Photograph courtesy: Tara Airlines
The Tara Viking 9H-AHH Twin Otter aircraft was on its way to Jomsom, a hill station. All contact of the aircraft with the Air Traffic Control was lost shortly after it took off from Pokhara airport this morning. Pokhara is the second largest city in Nepal and is one of the favorite tourist destinations in the Himalayan nation. It is also the base destination for the Mt Annapurna summit. The aircraft was added to the Tara Airline’s fleet only in September last year. These aircrafts are specially designed in order to connect with airports in remote areas of the country. Also Read - With 35 Deaths, 1400 Confirmed Cases in India, Delhi's Nizamuddin Emerges as New Epicentre of Coronavirus
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The earlier statement made by Pokhara Airport officials mentioned 21 people on board, 18 passengers two out of them were foreigners along with three crew members. By the time the aircraft reached the end of the district, a missing report was filed and two helicopters were sent on search operations. While one helicopter belonged to Dynasty Air, the other belonged to the Nepalese Army. Also Read - Coronavirus Pandemic: No Pay Cut For South African Cricketers For 2020-21 Season Despite Growing Concerns
Just about four hours into the search, the army found the wing and the tail of the aircraft, fully wrecked in the middle of the Soli Ghoptebhir forest in Myagdi district. Search for the fuselage is still on.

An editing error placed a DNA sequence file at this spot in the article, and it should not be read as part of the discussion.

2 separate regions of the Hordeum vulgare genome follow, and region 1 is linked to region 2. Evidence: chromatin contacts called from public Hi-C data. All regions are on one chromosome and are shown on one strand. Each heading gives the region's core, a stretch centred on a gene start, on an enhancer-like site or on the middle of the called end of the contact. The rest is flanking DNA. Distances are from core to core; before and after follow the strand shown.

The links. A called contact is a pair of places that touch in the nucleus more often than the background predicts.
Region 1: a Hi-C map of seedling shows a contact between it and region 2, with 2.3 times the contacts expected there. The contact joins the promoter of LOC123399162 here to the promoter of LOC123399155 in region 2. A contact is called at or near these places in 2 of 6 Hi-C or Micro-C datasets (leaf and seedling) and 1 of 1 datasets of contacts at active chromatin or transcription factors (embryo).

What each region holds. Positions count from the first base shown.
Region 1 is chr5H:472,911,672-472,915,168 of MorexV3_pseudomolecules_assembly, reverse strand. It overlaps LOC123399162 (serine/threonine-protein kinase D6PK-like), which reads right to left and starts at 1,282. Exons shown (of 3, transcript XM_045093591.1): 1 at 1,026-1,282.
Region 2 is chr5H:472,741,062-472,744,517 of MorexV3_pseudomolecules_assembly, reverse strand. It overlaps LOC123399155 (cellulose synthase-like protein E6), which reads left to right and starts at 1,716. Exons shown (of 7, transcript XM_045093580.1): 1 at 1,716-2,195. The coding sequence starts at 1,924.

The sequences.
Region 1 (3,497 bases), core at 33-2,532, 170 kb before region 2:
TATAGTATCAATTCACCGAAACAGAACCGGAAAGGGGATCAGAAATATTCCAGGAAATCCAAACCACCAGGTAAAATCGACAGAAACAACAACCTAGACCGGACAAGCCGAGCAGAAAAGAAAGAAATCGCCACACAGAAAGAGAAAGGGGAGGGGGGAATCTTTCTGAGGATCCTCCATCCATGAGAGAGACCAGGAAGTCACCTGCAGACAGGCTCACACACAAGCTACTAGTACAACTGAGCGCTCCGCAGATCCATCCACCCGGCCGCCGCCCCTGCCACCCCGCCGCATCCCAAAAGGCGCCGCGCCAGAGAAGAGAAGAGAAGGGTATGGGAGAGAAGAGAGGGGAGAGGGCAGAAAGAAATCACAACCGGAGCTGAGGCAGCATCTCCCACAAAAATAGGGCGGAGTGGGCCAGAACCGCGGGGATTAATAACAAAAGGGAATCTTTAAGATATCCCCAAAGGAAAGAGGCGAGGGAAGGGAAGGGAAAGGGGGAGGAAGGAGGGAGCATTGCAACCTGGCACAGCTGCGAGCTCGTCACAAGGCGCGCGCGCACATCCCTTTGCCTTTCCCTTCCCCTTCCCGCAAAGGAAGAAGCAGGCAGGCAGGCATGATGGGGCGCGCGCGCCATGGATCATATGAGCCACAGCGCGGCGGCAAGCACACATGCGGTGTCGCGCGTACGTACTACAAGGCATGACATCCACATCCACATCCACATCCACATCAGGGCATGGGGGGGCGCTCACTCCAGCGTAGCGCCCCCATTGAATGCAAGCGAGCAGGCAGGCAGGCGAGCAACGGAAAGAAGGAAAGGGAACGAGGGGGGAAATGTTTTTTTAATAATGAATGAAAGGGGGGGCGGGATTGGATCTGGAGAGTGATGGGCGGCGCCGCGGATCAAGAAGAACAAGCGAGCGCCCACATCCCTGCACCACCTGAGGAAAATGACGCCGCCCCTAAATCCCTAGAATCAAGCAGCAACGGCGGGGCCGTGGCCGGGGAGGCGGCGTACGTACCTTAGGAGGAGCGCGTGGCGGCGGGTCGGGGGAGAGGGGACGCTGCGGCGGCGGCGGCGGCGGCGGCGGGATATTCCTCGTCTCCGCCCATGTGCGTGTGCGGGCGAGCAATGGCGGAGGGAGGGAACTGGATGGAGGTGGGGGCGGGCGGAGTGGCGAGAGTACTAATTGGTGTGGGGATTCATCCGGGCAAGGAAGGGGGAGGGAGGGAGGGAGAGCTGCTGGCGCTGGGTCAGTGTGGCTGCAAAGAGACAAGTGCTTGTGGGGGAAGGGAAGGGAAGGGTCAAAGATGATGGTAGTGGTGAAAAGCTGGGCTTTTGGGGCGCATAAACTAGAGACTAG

The Aviation Minister Aananda Prasad Pokhrel confirmed that the plane was found crashed at the jungle in Kekarko Butta region of the district. Parts of the aircraft are still said to be burning and the number of people on board was revised to 23. Among the 20 passengers, two were infants, a Chinese and a Kuwaiti nationale along with three crew members.
An Army Spokespersom Braigadier General Tara Bahadur Karki confirmed that the crash has no survivors. Police constable Phool Kumar Thapa Magar stated that the debris of the plane were scattered at a distance of over 200 m, some locals said that the weather was extremely unpredictable and the neighborhood was expecting rainfall as well. Though the weather conditions were favorable for a flight, both at Pokhara and Jomsom, areas adjoining the crash site were surrounded by dust clouds the previous day, due to landslides in the Annapurna’s southern base. However, the pilot, Roshan Manandhar had confirmed normal weather, a few minutes into the flight during his last conversation with the Air Traffic Control.